Does this mean the results of this study aren’t important? Well, no. This study has a lot of participants, over 47,000, which means that it is more relevant than a study with just 47 participants. When it comes to ethnic breakdown, 9% of the participants identifying as black is a small number, but it is pretty close to the percentage of total US population that is black or African American (13.4%). That number is also (unfortunately) a better ratio than many scientific studies out there. The journal article also states they “noticed” a relationship, though not strong enough to “count,” between the use of hair straighteners/dyes and estrogen receptor-negative breast cancer, which is more common (and deadly) in black women. They found no significant difference in risk between non-Hispanic white and black participants when it comes to the use of straighteners. However, there is a difference when it comes to hair dyes. This study showed a 45% increase in risk in black women who use permanent hair dyes, much greater than the risk increase for non-Hispanic white women. Here’s a quote from the journal article:

“The strength of association observed for permanent dye use among black women is consistent with toxicological assessments that report higher concentrations of estrogens and endocrine-disrupting compounds in hair products marketed to black women. Previous studies on hair dye use and breast cancer risk, including most that found no association, have largely been limited to white women.”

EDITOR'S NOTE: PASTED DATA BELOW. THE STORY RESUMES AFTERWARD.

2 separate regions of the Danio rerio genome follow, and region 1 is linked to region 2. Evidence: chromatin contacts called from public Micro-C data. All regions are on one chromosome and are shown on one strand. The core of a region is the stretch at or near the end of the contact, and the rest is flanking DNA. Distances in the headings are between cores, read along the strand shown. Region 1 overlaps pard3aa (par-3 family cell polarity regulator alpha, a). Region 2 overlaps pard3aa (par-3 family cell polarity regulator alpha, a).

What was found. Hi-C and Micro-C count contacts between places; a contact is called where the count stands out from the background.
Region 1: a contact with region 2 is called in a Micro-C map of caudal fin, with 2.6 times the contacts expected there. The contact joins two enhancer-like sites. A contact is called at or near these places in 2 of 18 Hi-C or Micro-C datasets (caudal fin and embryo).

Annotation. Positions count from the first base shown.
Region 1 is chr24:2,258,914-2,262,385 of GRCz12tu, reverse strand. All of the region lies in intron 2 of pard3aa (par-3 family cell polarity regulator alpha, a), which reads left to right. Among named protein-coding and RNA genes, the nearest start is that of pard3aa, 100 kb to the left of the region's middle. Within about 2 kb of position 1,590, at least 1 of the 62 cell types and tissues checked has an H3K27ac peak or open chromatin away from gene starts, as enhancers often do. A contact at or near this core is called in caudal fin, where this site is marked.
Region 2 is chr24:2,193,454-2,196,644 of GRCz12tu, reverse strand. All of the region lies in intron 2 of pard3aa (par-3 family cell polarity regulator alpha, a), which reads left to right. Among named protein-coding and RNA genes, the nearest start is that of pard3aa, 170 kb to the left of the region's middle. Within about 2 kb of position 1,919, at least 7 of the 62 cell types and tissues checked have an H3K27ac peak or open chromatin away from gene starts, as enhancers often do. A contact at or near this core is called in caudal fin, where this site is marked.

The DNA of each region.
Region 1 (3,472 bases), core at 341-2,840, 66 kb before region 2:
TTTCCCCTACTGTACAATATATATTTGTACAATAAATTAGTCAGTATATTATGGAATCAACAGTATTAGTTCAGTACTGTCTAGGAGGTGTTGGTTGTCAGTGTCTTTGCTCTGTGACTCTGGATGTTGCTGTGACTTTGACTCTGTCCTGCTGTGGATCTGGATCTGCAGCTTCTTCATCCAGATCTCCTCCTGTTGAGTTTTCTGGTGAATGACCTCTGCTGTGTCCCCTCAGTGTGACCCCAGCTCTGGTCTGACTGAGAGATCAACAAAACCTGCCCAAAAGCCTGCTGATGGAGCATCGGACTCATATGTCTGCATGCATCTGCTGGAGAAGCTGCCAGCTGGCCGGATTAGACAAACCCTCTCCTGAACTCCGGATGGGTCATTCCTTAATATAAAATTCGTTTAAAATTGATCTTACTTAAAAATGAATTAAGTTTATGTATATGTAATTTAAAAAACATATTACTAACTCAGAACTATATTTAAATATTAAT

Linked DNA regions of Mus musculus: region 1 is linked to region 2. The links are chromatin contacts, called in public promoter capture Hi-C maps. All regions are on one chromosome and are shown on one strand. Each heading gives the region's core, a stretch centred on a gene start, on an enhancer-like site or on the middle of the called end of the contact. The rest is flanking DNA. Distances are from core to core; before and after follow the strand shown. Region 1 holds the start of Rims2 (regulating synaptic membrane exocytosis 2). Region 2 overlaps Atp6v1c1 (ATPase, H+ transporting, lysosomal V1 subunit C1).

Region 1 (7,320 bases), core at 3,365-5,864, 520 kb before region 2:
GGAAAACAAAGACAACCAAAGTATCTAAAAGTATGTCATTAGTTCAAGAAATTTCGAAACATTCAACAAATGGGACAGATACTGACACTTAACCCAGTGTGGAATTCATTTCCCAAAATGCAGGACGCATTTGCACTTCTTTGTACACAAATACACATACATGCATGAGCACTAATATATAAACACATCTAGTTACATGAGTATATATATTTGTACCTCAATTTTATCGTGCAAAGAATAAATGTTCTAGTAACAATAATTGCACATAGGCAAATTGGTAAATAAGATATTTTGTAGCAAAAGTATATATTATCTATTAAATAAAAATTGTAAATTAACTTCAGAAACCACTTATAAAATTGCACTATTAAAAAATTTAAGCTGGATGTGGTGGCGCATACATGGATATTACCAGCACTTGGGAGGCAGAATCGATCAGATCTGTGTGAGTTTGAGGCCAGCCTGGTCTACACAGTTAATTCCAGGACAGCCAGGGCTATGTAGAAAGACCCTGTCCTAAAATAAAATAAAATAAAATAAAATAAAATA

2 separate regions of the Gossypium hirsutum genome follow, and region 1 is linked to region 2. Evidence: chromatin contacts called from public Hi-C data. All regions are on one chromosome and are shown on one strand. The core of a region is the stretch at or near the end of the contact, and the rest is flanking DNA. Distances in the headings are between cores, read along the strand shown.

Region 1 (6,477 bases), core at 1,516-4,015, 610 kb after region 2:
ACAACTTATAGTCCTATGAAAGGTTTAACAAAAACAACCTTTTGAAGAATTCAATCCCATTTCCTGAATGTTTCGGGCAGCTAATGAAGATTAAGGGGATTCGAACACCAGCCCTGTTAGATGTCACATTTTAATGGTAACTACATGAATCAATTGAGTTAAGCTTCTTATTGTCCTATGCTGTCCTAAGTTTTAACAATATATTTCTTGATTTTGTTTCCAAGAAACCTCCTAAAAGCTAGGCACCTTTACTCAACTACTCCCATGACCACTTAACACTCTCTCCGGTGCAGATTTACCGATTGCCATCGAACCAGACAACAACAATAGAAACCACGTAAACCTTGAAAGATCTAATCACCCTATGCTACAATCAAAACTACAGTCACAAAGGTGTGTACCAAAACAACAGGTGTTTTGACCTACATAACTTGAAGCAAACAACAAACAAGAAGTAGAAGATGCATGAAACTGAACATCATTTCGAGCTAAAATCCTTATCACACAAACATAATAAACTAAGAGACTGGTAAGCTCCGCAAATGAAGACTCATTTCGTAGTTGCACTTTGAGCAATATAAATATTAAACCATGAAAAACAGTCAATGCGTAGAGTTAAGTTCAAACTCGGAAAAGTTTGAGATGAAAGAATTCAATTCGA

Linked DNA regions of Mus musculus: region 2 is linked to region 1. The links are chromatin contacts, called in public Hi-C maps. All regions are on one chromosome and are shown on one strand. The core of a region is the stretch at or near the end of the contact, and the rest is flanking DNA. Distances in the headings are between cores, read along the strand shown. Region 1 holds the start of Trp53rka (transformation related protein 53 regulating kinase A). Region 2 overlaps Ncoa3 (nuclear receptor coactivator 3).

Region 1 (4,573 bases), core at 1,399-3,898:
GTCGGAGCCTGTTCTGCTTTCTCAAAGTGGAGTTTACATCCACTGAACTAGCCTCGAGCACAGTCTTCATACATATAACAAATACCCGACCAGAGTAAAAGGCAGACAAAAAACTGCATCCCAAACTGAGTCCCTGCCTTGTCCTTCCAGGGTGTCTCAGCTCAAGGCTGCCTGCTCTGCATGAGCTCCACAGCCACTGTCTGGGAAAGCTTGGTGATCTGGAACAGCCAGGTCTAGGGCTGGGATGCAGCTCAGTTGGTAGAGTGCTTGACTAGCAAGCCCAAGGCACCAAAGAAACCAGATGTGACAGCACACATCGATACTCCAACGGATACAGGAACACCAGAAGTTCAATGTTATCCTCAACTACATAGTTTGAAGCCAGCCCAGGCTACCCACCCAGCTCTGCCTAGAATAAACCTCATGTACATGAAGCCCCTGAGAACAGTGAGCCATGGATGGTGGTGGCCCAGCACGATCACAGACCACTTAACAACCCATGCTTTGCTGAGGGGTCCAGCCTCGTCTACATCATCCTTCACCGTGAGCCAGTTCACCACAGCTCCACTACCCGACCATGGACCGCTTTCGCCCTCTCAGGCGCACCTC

Overall, more studies need to look at this issue. Questions need to be asked like: Is there a higher risk for using both hair straighteners and permanent hair dye? What kind of chemicals are in the products used, and are there any of them that could be the main “culprits” in breast cancer risk? A higher percentage of the participants in those future studies should be black (if not all participants) and/or of average breast cancer risk in order to get a fuller picture of the effect of these products. 

In conclusion, doctors aren’t treating this information as revolutionary, but as a stepping stone to getting more information. If you read the full journal article, the study’s authors list multiple limitations and why their findings add to the discussion around hair dyes and hair straighteners, but should also not be taken as the final answer on the subject.

Photo by Guilherme Petri on Unsplash.

One Response

  1. Sharon Talarico says:

    I think this was very important to “teach” folks about this important detail: relationship does not equal causation. It was not pointed out in the news feed that the population studied was ALREADY a group at higher risk.
    These are important ways VBCF is helping get out the proper messages. Good job everyone!